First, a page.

Silencing the Nazis makes you no better than a Nazi!


Since historically the Nazis and other fascists are known for silencing and censoring the events of their left-wing opponents, some believe that anyone who tries to prevent a political meeting, even if it is a Nazi meeting, is a Nazi himself. Fascists are also known for being nationalists, starting wars and building prisons: does that mean that anarchists can accuse liberals, who are also famous for that, of being fascists? Obviously, ideology cannot be defined solely on the basis of one of its characteristics. Although liberals support the violation of freedom of expression much more than most anti-fascists, they imagine themselves as guardians of freedom, and therefore attack the non-liberal policy of anti-fascist, dressing it in the non-liberal policy of fascism.

If your main objection to Nazism is that the Nazis block assemblies of their opponents, it says more about your political views than about the views of those you criticize. Antipascists do not oppose fascism because it is non-liberal in the abstract, but because it promotes racism, heteronormative patriarchalism, extreme nationalism, authoritarianism and genocide.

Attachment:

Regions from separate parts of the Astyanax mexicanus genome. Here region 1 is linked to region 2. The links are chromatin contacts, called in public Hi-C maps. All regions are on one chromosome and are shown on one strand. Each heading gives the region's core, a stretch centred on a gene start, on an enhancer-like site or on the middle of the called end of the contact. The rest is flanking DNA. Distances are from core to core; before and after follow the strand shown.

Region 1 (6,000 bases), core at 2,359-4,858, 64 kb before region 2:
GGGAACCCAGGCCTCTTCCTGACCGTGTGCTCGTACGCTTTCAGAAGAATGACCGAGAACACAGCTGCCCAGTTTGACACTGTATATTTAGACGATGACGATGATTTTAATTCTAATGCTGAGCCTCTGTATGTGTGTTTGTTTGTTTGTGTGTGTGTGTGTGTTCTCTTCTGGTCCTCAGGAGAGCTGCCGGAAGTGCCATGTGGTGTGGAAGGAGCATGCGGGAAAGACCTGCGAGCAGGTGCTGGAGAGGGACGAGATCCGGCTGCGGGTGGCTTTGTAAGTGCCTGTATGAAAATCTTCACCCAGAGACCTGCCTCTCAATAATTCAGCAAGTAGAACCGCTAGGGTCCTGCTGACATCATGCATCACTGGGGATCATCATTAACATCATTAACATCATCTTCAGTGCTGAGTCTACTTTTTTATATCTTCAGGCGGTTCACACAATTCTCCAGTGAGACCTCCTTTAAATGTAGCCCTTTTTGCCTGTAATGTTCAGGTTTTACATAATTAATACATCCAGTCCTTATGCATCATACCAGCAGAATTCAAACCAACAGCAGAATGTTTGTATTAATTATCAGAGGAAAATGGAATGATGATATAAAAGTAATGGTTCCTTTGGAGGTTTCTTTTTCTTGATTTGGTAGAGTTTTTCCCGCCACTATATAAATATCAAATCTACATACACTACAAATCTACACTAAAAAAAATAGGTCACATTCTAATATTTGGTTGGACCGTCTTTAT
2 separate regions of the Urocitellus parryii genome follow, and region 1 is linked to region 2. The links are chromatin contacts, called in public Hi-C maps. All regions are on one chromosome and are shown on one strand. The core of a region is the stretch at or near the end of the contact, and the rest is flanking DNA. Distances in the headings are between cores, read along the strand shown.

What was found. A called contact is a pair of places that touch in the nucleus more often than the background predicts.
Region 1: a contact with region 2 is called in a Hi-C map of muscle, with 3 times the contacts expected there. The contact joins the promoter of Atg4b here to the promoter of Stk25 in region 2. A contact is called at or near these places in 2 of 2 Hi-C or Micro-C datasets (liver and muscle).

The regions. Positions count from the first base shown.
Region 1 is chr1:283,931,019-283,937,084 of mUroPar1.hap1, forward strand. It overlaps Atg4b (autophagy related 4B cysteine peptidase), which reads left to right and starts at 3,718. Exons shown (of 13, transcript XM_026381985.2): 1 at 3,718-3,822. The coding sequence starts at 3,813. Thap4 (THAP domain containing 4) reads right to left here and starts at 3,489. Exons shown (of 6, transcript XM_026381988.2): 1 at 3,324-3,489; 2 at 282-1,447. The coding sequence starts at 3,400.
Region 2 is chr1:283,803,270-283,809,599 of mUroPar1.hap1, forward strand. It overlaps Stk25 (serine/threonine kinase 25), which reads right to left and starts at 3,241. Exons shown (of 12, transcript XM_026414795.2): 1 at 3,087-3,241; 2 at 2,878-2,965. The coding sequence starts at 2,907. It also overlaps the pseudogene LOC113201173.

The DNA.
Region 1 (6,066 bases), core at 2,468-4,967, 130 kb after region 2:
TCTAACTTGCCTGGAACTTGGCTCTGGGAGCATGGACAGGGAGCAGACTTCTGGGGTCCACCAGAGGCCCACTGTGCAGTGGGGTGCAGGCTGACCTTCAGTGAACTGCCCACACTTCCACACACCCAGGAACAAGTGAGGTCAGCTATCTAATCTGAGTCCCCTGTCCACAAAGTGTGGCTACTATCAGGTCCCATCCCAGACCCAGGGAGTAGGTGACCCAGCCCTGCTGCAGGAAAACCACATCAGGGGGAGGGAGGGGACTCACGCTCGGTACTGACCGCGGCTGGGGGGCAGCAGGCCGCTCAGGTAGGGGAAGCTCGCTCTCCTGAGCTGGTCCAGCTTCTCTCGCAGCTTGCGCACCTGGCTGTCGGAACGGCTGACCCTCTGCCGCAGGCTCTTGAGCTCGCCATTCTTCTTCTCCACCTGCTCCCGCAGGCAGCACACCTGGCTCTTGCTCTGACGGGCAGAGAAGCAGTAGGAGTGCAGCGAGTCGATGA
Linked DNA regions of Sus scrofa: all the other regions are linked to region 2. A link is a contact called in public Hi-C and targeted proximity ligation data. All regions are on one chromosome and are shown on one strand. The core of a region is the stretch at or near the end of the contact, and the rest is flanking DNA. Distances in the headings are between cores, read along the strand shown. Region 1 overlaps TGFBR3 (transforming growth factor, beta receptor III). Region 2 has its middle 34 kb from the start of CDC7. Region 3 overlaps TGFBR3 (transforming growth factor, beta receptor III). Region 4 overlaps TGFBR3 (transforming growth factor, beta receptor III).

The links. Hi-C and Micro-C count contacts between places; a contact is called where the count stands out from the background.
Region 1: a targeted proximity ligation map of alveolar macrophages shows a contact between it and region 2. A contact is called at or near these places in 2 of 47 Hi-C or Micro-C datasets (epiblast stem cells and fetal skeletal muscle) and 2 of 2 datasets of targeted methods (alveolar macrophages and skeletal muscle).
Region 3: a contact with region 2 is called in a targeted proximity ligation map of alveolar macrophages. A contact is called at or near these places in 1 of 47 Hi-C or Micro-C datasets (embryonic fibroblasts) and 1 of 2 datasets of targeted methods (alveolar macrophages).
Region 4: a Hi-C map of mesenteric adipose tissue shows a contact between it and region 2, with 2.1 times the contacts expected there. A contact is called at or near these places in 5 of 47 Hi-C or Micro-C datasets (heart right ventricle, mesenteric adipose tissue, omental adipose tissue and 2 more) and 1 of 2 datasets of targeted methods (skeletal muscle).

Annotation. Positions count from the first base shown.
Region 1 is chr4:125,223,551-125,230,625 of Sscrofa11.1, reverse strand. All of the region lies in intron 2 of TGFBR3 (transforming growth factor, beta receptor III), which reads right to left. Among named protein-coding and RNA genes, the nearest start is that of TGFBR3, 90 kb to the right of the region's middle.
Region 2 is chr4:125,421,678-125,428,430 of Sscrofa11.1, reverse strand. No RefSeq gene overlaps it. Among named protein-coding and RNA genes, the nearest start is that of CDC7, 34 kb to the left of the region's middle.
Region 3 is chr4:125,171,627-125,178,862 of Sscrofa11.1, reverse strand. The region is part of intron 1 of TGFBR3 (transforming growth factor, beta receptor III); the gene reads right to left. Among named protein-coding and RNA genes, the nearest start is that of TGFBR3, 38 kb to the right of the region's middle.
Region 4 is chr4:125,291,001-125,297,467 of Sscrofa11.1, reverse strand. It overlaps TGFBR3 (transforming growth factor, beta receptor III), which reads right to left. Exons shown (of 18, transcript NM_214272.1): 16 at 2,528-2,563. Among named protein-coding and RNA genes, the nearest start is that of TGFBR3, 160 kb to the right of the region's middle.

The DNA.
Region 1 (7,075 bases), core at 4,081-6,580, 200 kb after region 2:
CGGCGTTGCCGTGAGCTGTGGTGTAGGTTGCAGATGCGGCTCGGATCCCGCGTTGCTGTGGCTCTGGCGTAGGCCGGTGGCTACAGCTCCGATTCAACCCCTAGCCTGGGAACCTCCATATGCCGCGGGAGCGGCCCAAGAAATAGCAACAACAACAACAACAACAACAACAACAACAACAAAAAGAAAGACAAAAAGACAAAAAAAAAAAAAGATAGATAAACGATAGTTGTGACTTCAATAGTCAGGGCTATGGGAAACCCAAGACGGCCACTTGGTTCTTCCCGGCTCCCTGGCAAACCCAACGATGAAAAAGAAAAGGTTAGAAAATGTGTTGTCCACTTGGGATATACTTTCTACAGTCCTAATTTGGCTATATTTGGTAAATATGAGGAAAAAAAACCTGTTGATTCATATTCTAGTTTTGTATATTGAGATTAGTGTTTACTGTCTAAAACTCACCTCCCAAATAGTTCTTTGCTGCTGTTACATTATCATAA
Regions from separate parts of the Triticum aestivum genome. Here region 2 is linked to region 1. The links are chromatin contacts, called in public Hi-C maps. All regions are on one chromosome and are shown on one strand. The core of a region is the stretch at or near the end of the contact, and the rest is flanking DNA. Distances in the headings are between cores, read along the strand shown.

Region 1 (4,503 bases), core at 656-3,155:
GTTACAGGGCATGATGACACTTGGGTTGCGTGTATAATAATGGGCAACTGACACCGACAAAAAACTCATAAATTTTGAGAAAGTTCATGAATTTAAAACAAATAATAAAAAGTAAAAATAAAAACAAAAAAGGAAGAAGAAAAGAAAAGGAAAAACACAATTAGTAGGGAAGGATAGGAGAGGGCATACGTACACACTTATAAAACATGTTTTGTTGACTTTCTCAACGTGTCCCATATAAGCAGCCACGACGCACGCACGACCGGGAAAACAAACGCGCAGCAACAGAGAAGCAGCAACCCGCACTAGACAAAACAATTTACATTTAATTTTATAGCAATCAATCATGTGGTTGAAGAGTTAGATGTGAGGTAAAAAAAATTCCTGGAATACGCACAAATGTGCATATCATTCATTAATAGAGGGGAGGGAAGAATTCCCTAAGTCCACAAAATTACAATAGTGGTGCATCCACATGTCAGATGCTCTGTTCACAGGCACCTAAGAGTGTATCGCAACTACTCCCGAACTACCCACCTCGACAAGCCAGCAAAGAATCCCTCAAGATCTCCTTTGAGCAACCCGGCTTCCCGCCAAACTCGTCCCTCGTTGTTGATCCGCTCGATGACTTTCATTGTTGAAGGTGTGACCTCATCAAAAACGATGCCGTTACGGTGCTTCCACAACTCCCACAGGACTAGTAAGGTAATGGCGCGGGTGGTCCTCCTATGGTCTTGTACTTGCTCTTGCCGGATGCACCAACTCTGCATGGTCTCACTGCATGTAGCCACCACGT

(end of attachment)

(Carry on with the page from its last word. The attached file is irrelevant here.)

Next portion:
*Actually an excerpt from Antifa: The Anti-Fascist Handbook by Mark Bray.
The first revolt is against the supreme tyranny of theology, of the phantom of God. As long as we have a master in heaven, we will be slaves on earth.

Mikhail Bakunin.
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  • Deesse23
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I do not agree with what you have to say, but I'll defend... - is it valid stance?
Very well written, and mirrors much of my thoughts, particularly about *absolute* free speech being a red herring (am i repeating myself? Blush ).

However the author is making a big mistake, one very common (amongst the antifa): He equates being anti-fascist with being on the far left. He is trying to monopolize anti-fascim for the far left. Probably because he is far left ideologically himself, and the antifa movement in general always was strongly far left/anarchist. Anti-fascism is like atheism: You are just against fascim, it does not tell what you are for.
cetero censeo religionem esse delendam 
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  • Szuchow
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I do not agree with what you have to say, but I'll defend... - is it valid stance?